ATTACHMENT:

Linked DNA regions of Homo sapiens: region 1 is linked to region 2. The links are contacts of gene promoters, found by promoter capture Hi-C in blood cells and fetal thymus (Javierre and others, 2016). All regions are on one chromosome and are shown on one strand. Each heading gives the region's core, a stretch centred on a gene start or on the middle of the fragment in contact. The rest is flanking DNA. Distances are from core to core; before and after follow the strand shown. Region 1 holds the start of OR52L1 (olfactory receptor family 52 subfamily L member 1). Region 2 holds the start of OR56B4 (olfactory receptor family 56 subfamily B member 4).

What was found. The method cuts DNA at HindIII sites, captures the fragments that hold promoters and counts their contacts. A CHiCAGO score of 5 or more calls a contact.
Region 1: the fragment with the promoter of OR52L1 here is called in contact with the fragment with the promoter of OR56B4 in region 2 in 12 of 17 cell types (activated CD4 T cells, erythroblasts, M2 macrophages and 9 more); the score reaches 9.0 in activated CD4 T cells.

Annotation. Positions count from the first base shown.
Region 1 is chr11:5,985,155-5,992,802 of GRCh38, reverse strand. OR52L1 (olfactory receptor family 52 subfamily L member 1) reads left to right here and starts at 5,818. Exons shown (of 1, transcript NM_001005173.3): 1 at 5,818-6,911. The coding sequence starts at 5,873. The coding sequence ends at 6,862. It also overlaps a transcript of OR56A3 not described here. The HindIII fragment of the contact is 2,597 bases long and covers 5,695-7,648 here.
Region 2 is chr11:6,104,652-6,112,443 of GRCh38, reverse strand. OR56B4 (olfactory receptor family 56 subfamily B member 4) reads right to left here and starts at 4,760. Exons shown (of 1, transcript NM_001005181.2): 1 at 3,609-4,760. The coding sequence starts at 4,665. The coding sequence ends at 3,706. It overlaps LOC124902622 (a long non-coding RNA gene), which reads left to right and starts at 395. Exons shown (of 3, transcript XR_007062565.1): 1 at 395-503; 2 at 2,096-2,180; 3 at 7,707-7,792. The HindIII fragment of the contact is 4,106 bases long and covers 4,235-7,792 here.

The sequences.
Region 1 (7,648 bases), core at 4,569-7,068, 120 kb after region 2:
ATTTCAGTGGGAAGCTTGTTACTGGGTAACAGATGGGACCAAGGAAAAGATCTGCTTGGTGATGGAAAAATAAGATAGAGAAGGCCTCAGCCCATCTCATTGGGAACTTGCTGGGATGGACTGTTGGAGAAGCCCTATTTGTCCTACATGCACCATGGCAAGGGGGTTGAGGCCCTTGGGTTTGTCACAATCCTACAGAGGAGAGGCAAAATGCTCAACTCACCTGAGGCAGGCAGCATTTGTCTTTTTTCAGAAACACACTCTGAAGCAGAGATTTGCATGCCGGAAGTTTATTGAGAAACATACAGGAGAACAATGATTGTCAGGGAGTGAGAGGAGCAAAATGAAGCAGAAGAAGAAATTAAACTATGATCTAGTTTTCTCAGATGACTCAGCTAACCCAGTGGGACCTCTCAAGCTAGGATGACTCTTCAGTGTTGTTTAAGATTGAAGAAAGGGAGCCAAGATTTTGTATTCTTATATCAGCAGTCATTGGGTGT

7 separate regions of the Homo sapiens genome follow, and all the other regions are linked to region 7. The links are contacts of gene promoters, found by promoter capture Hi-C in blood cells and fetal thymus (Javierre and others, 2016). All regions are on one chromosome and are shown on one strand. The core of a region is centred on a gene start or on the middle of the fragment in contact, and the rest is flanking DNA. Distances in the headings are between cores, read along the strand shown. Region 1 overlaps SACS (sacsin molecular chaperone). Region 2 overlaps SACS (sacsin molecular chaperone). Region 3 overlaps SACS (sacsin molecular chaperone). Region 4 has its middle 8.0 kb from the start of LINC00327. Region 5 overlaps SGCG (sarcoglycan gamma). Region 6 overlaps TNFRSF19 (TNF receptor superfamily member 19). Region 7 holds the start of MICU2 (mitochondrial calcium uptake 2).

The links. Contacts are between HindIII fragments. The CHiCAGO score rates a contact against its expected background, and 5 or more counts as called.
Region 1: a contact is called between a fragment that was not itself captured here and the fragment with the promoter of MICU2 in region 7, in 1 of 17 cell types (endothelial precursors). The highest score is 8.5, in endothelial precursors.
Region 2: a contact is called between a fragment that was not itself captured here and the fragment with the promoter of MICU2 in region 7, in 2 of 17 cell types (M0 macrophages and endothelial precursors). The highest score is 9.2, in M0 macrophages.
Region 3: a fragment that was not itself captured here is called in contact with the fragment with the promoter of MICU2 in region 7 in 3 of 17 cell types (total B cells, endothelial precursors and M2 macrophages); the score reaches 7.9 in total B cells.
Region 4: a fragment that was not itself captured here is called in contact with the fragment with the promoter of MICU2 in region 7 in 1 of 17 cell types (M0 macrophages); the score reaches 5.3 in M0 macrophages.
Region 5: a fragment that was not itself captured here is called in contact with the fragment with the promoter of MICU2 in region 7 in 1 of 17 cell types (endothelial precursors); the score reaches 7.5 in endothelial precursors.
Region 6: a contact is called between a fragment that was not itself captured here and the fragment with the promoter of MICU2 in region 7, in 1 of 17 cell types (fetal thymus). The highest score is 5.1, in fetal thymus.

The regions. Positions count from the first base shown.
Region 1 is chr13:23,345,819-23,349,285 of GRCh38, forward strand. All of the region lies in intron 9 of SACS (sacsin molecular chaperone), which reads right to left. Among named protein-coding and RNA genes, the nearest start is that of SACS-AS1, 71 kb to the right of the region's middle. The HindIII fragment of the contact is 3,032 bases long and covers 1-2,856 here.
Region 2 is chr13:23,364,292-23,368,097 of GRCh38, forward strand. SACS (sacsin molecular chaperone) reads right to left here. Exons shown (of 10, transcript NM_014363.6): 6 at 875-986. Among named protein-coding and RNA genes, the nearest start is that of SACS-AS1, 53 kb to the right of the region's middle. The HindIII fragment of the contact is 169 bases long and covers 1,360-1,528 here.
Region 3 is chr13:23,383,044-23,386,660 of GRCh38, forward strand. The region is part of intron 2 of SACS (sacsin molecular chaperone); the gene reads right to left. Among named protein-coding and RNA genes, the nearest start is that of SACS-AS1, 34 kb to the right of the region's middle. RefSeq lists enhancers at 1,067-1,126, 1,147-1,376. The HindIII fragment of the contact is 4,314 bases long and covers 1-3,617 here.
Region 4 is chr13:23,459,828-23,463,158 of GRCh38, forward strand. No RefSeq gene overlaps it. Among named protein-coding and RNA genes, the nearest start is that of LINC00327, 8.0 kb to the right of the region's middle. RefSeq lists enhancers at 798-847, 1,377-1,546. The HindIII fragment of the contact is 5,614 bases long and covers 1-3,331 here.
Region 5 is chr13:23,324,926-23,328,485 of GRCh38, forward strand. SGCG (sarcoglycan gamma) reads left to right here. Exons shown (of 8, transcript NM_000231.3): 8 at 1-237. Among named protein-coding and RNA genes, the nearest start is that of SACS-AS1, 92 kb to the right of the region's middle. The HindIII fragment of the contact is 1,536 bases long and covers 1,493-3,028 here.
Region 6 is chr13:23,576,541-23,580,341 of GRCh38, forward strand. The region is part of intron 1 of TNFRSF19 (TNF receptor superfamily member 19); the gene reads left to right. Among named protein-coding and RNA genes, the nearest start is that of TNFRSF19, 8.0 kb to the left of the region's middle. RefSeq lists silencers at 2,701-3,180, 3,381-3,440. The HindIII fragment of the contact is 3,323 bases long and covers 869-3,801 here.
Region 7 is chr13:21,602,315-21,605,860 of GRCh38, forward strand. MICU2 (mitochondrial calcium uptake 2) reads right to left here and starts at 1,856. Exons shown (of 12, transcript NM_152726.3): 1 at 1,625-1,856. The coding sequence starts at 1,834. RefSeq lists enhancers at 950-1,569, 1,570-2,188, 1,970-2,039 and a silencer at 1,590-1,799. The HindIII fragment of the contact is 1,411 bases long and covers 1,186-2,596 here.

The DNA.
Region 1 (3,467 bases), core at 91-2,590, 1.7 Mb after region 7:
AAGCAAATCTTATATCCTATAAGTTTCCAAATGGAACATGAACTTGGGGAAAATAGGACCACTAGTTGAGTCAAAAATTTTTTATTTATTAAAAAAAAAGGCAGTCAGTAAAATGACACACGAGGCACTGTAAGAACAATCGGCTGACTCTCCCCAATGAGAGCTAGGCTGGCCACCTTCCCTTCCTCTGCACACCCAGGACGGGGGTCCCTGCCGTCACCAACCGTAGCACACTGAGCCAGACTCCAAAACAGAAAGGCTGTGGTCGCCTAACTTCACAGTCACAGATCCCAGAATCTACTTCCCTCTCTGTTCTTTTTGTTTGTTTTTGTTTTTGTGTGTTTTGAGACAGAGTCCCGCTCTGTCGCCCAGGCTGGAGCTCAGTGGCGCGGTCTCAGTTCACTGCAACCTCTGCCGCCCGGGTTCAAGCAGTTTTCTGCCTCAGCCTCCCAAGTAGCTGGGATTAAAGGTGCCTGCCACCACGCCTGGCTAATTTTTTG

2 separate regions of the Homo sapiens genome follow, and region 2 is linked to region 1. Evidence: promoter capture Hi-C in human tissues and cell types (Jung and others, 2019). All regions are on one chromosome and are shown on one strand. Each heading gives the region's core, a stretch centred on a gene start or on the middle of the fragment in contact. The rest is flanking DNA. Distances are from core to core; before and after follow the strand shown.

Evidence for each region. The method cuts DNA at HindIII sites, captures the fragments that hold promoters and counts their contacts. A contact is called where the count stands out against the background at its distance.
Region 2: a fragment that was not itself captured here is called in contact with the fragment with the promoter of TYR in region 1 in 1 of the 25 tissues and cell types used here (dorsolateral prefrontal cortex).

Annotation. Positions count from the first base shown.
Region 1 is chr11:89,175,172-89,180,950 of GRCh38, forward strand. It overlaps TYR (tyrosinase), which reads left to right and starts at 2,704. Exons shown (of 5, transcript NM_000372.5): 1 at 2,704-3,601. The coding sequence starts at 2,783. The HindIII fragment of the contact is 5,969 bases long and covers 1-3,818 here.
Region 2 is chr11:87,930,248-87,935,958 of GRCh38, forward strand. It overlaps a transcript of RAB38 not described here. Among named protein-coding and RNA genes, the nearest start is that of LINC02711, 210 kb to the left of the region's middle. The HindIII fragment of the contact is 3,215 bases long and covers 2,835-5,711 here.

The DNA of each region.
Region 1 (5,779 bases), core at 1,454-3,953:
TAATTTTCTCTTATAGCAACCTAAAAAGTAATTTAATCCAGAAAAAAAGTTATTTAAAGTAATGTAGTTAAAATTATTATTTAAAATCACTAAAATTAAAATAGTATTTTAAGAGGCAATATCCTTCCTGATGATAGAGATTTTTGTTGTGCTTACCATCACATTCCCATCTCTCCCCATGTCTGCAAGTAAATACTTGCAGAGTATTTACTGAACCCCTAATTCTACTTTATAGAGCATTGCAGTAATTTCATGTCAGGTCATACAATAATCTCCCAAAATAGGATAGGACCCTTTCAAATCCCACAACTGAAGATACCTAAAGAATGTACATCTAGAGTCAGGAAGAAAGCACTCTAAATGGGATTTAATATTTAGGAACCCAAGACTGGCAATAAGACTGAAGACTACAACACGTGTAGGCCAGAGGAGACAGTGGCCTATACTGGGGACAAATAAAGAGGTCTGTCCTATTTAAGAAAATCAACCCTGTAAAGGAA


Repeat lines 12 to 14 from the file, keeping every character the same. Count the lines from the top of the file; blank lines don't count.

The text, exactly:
Region 1: a contact is called between a fragment that was not itself captured here and the fragment with the promoter of MICU2 in region 7, in 1 of 17 cell types (endothelial precursors). The highest score is 8.5, in endothelial precursors.
Region 2: a contact is called between a fragment that was not itself captured here and the fragment with the promoter of MICU2 in region 7, in 2 of 17 cell types (M0 macrophages and endothelial precursors). The highest score is 9.2, in M0 macrophages.
Region 3: a fragment that was not itself captured here is called in contact with the fragment with the promoter of MICU2 in region 7 in 3 of 17 cell types (total B cells, endothelial precursors and M2 macrophages); the score reaches 7.9 in total B cells.